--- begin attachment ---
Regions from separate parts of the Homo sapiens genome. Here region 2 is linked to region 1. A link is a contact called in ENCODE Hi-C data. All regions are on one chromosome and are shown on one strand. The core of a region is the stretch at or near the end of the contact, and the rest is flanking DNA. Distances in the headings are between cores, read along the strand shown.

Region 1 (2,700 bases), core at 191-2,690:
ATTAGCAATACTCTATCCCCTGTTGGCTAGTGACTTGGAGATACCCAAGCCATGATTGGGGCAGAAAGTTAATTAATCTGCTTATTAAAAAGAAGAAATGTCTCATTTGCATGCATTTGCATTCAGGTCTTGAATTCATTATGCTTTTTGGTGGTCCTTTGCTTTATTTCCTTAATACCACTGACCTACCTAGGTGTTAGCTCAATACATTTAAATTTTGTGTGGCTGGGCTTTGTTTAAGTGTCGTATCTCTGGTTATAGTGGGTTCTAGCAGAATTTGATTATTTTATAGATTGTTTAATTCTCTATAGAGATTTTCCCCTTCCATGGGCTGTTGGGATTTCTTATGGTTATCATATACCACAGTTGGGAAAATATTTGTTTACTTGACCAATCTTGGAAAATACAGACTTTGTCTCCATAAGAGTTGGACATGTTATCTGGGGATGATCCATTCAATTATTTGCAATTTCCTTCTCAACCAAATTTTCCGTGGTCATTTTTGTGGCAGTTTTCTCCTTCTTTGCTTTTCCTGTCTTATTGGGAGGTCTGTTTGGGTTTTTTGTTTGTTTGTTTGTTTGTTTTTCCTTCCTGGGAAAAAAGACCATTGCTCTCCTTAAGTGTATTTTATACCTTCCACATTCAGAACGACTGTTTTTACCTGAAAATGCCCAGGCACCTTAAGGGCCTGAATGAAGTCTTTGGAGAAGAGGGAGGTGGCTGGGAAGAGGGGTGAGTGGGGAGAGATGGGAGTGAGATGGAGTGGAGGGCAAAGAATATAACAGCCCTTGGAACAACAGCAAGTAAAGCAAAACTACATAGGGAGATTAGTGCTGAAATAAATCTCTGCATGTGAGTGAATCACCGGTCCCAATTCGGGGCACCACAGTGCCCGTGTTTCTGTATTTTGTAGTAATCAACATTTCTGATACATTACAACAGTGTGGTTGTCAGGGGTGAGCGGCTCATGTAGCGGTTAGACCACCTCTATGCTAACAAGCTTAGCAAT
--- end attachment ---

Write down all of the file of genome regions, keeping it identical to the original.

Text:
Regions from separate parts of the Homo sapiens genome. Here region 2 is linked to region 1. A link is a contact called in ENCODE Hi-C data. All regions are on one chromosome and are shown on one strand. The core of a region is the stretch at or near the end of the contact, and the rest is flanking DNA. Distances in the headings are between cores, read along the strand shown.

Region 1 (2,700 bases), core at 191-2,690:
ATTAGCAATACTCTATCCCCTGTTGGCTAGTGACTTGGAGATACCCAAGCCATGATTGGGGCAGAAAGTTAATTAATCTGCTTATTAAAAAGAAGAAATGTCTCATTTGCATGCATTTGCATTCAGGTCTTGAATTCATTATGCTTTTTGGTGGTCCTTTGCTTTATTTCCTTAATACCACTGACCTACCTAGGTGTTAGCTCAATACATTTAAATTTTGTGTGGCTGGGCTTTGTTTAAGTGTCGTATCTCTGGTTATAGTGGGTTCTAGCAGAATTTGATTATTTTATAGATTGTTTAATTCTCTATAGAGATTTTCCCCTTCCATGGGCTGTTGGGATTTCTTATGGTTATCATATACCACAGTTGGGAAAATATTTGTTTACTTGACCAATCTTGGAAAATACAGACTTTGTCTCCATAAGAGTTGGACATGTTATCTGGGGATGATCCATTCAATTATTTGCAATTTCCTTCTCAACCAAATTTTCCGTGGTCATTTTTGTGGCAGTTTTCTCCTTCTTTGCTTTTCCTGTCTTATTGGGAGGTCTGTTTGGGTTTTTTGTTTGTTTGTTTGTTTGTTTTTCCTTCCTGGGAAAAAAGACCATTGCTCTCCTTAAGTGTATTTTATACCTTCCACATTCAGAACGACTGTTTTTACCTGAAAATGCCCAGGCACCTTAAGGGCCTGAATGAAGTCTTTGGAGAAGAGGGAGGTGGCTGGGAAGAGGGGTGAGTGGGGAGAGATGGGAGTGAGATGGAGTGGAGGGCAAAGAATATAACAGCCCTTGGAACAACAGCAAGTAAAGCAAAACTACATAGGGAGATTAGTGCTGAAATAAATCTCTGCATGTGAGTGAATCACCGGTCCCAATTCGGGGCACCACAGTGCCCGTGTTTCTGTATTTTGTAGTAATCAACATTTCTGATACATTACAACAGTGTGGTTGTCAGGGGTGAGCGGCTCATGTAGCGGTTAGACCACCTCTATGCTAACAAGCTTAGCAAT